Our Court has strongly emphasized and vigorously applied the principle of separation of powers in order to uphold the independence of the judiciary (see for example: Provincial Court Judges Reference, supra; see also Mackin v New Brunswick (Minister of Finance),  1 S.C.R. 405, 2002 SCC 13). In that context, the principle was viewed as a shield designed to protect the judiciary in order to allow it to discharge its duties under the Constitution with complete independence and impartiality. Nothing less was required to maintain the normative ordering of the Canadian legal system.
However, the principle of separation of powers has an obverse side as well, which equally reflects the appropriate position of the judiciary within the Canadian legal system. Aside from their duties to supervise administrative tribunals created by the executive and to act as vigilant guardians of constitutional rights and the rule of law, courts should, as a general rule, avoid interfering in the management of public administration.
More specifically, once they have rendered judgment, courts should resist the temptation to directly oversee or supervise the administration of their orders. They should generally operate under a presumption that judgments of courts will be executed with reasonable diligence and good faith. Once they have declared what the law is, issued their orders and granted such relief as they think is warranted by circumstances and relevant legal rules, courts should take care not to unnecessarily invade the province of public administration. To do otherwise could upset the balance that has been struck between our three branches of government.
This is what occurred in the present case. When the trial judge attempted to oversee the implementation of his order, he not only assumed jurisdiction over a sphere traditionally outside the province of the judiciary, but also acted beyond the jurisdiction with which he was legitimately charged as a trial judge. In other words, he was functus officio and breached an important principle which reflects the nature and function of the judiciary in the Canadian constitutional order, as we shall see now.
2. Functus Officio
Canadian doctrinal and judicial writing on functus officio is sparse, even though the rule itself derives from an old case of the English Court of Appeal (In re St. Nazaire Co. (1879), 12 Ch. D. 88). Essentially, the rule is that the court has no jurisdiction to reopen or amend a final decision, except in two cases: (1) where there has been a slip in drawing up the judgment, or (2) where there has been error in expressing the manifest intention of the court (see In re Swire (1885), 30 Ch. D. 239 (C.A.); Paper Machinery Ltd. v J.O. Ross Engineering Corp.,  S.C.R. 186). More recently, this Court affirmed that this rule need not always be rigidly applied to tribunals in the administrative law context when the policy reasons for it are not present (Chandler v Alberta Association of Architects,  2 S.C.R 848).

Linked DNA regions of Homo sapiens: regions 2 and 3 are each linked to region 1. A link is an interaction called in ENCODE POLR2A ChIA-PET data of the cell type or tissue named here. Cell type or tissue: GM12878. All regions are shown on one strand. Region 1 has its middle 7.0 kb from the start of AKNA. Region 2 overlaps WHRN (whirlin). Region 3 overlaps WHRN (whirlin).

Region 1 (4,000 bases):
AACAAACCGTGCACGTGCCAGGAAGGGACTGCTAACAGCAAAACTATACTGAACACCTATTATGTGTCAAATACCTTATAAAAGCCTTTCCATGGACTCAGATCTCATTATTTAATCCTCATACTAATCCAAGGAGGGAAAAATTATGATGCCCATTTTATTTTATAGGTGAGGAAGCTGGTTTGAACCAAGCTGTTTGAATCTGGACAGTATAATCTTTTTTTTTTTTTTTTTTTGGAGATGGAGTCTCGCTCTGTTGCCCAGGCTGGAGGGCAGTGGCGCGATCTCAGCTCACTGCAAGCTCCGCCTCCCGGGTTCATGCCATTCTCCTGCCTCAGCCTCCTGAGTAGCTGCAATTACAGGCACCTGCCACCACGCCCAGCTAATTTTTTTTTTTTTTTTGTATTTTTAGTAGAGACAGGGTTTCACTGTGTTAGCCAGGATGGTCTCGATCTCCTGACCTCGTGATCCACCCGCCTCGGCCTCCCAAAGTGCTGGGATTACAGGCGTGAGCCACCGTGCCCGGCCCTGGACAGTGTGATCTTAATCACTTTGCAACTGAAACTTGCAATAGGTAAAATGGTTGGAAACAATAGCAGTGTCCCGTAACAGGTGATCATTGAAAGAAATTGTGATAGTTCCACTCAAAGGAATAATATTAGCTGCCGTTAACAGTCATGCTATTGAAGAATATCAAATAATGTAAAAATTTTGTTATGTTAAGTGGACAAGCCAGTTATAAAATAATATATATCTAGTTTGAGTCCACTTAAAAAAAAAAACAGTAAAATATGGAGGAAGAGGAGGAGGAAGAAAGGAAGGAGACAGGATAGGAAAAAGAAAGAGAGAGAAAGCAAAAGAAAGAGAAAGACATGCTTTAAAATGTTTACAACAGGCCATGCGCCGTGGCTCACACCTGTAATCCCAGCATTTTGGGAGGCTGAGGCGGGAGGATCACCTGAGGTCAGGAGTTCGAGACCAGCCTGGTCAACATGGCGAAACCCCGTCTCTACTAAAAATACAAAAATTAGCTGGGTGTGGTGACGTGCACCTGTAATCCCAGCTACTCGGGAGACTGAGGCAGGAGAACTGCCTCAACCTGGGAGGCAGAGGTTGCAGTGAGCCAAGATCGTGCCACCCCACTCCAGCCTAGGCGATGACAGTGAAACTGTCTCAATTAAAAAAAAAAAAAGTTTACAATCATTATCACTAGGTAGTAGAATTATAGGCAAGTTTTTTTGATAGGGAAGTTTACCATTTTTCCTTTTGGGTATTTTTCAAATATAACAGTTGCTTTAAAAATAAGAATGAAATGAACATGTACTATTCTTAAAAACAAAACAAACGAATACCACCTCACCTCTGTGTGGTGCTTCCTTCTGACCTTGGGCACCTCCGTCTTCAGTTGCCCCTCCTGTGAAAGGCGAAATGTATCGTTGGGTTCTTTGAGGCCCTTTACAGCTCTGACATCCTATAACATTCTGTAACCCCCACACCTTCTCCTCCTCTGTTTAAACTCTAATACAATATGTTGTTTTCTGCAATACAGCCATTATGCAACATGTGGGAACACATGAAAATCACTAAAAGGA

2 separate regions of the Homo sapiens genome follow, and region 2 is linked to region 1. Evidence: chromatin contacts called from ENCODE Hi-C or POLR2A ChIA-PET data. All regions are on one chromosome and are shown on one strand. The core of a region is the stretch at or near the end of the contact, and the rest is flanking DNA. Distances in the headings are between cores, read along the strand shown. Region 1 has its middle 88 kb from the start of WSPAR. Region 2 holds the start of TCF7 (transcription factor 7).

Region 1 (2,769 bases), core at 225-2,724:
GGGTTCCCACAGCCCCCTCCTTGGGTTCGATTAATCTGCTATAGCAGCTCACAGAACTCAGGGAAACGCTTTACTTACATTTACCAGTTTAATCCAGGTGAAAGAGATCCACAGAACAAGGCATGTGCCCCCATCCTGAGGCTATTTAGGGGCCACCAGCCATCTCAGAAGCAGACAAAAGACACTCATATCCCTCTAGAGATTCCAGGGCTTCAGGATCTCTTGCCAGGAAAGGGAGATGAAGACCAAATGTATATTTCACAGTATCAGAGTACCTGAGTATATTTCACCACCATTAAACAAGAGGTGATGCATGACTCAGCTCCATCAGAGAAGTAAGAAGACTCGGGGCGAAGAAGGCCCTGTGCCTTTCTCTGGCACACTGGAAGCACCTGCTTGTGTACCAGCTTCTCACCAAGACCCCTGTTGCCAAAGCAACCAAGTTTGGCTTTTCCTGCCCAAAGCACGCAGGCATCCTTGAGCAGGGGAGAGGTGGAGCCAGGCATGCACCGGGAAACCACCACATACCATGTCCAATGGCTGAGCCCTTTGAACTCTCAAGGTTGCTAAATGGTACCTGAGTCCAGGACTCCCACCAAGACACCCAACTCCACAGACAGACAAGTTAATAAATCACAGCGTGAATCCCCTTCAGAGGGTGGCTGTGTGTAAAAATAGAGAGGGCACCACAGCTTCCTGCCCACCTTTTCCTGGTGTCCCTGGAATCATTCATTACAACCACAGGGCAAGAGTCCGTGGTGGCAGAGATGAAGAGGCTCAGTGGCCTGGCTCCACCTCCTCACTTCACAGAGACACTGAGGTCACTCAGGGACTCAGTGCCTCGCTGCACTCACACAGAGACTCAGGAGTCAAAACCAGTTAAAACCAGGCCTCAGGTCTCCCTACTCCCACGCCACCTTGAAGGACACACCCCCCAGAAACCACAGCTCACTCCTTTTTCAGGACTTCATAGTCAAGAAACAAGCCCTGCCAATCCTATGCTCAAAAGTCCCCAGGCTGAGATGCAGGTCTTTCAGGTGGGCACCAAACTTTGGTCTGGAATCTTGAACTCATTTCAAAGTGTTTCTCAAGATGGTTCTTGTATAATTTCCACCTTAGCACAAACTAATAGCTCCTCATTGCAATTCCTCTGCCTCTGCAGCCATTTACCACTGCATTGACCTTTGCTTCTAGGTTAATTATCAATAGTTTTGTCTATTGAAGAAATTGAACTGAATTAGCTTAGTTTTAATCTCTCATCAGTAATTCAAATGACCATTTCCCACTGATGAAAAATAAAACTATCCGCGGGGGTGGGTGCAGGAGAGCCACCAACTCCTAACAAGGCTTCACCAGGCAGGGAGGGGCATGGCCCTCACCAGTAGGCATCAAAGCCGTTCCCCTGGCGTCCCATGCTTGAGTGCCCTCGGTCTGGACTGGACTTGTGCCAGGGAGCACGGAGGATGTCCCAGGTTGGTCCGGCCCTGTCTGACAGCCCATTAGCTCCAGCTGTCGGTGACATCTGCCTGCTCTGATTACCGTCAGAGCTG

The existence and scope of a right of appeal has often been made the focus of analytical attention in applying the functus doctrine. Such was the case when the power of the Court of Chancery to rehear cases was extinguished by the Judicature Acts in 1873 by fusing common law and equity jurisdictions into one court and providing for a single appeal to a newly created Court of Appeal (In re St. Nazaire, supra). Originally, this was also the focus of the functus analysis for administrative tribunals that had rights of appeal tightly constrained by statute (see Grillas v Minister of Manpower & Immigration,  S.C.R. 577). However, the underlying rationale for the doctrine is clearly more fundamental: that for the due and proper administration of justice, there must be finality to a proceeding to ensure procedural fairness and the integrity of the judicial system. The point is plainly made by Sopinka J. in Chandler, supra, at pp. 861-62:
As a general rule, once .... a tribunal has reached a final decision in respect to the matter that is before it in accordance with its enabling statute, that decision cannot be revisited because the tribunal has changed its mind, made an error within jurisdiction or because there has been a change of circumstances ....
To this extent, the principle of functus officio applies. It is based, however, on the policy ground which favours finality of proceedings rather than the rule which was developed with respect to formal judgments of a court whose decision was subject to a full appeal.